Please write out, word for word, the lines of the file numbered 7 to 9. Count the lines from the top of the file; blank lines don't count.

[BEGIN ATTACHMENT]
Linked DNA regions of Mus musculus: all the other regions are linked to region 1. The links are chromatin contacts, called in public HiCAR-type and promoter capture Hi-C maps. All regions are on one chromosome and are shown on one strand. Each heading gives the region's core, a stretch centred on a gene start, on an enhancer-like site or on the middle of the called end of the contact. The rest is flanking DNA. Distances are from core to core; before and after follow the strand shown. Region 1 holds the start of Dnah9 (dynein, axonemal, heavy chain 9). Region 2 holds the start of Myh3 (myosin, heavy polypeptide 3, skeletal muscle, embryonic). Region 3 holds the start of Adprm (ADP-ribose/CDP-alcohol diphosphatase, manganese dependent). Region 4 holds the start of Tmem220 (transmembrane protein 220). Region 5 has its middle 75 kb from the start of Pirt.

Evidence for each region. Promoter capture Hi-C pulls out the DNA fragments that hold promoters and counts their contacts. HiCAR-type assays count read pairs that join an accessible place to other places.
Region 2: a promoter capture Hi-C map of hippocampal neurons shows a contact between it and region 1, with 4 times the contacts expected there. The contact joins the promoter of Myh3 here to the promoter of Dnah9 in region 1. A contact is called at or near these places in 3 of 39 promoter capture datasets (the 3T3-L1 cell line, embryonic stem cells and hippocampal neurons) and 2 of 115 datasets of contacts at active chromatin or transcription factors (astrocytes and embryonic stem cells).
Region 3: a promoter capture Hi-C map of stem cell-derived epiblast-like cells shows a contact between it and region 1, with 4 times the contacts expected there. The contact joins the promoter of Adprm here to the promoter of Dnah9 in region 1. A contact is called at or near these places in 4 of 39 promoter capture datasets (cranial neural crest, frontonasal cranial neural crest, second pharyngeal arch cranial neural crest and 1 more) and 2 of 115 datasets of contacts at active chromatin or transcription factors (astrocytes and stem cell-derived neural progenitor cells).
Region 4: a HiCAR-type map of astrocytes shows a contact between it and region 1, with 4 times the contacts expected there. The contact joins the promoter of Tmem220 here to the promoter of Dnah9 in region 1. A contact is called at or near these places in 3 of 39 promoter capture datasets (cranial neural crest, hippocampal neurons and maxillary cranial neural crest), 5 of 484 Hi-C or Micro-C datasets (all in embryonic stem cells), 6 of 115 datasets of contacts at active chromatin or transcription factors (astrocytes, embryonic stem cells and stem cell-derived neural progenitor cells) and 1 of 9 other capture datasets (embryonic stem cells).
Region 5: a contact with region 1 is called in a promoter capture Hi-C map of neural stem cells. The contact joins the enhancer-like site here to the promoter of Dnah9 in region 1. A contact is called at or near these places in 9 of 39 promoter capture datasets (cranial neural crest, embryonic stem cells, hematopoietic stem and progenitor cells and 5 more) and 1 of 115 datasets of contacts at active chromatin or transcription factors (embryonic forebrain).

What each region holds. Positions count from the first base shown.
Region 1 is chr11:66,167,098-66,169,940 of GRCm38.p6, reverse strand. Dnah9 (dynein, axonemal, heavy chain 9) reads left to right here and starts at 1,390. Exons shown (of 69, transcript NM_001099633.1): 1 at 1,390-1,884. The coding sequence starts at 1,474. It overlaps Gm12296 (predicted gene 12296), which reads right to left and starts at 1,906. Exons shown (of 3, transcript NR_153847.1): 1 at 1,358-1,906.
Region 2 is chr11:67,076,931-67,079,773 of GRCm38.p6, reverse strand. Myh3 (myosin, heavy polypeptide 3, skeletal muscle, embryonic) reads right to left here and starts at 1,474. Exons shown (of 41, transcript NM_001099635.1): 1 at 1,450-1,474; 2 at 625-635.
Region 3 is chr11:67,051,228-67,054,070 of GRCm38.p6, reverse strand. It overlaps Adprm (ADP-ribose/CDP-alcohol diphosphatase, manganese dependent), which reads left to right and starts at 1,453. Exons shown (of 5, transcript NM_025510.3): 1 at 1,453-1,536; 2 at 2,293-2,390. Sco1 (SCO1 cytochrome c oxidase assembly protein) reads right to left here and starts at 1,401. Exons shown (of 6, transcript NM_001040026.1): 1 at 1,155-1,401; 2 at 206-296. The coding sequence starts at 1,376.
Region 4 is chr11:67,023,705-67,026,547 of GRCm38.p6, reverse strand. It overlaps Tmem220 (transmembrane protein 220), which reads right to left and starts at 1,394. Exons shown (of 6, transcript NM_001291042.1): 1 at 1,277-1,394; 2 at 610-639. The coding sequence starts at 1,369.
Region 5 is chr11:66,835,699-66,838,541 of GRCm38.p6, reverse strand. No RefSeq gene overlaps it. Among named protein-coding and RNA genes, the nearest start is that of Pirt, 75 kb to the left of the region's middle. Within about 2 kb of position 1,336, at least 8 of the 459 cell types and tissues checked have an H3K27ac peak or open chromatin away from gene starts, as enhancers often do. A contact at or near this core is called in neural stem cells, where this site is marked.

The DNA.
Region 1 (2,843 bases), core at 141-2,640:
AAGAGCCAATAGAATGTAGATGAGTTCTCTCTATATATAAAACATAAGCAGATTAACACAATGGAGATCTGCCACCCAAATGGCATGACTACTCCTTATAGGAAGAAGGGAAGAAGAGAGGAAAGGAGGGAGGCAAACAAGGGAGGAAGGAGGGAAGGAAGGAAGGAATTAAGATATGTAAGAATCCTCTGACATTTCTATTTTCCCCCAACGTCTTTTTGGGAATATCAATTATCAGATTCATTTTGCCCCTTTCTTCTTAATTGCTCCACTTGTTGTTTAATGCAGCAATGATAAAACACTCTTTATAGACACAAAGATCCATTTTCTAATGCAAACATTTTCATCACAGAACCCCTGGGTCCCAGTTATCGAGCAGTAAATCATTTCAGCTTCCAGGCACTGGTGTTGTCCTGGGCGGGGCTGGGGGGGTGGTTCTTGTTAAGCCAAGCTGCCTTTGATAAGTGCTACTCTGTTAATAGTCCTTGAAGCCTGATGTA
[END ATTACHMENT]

What each region holds. Positions count from the first base shown.
Region 1 is chr11:66,167,098-66,169,940 of GRCm38.p6, reverse strand. Dnah9 (dynein, axonemal, heavy chain 9) reads left to right here and starts at 1,390. Exons shown (of 69, transcript NM_001099633.1): 1 at 1,390-1,884. The coding sequence starts at 1,474. It overlaps Gm12296 (predicted gene 12296), which reads right to left and starts at 1,906. Exons shown (of 3, transcript NR_153847.1): 1 at 1,358-1,906.
Region 2 is chr11:67,076,931-67,079,773 of GRCm38.p6, reverse strand. Myh3 (myosin, heavy polypeptide 3, skeletal muscle, embryonic) reads right to left here and starts at 1,474. Exons shown (of 41, transcript NM_001099635.1): 1 at 1,450-1,474; 2 at 625-635.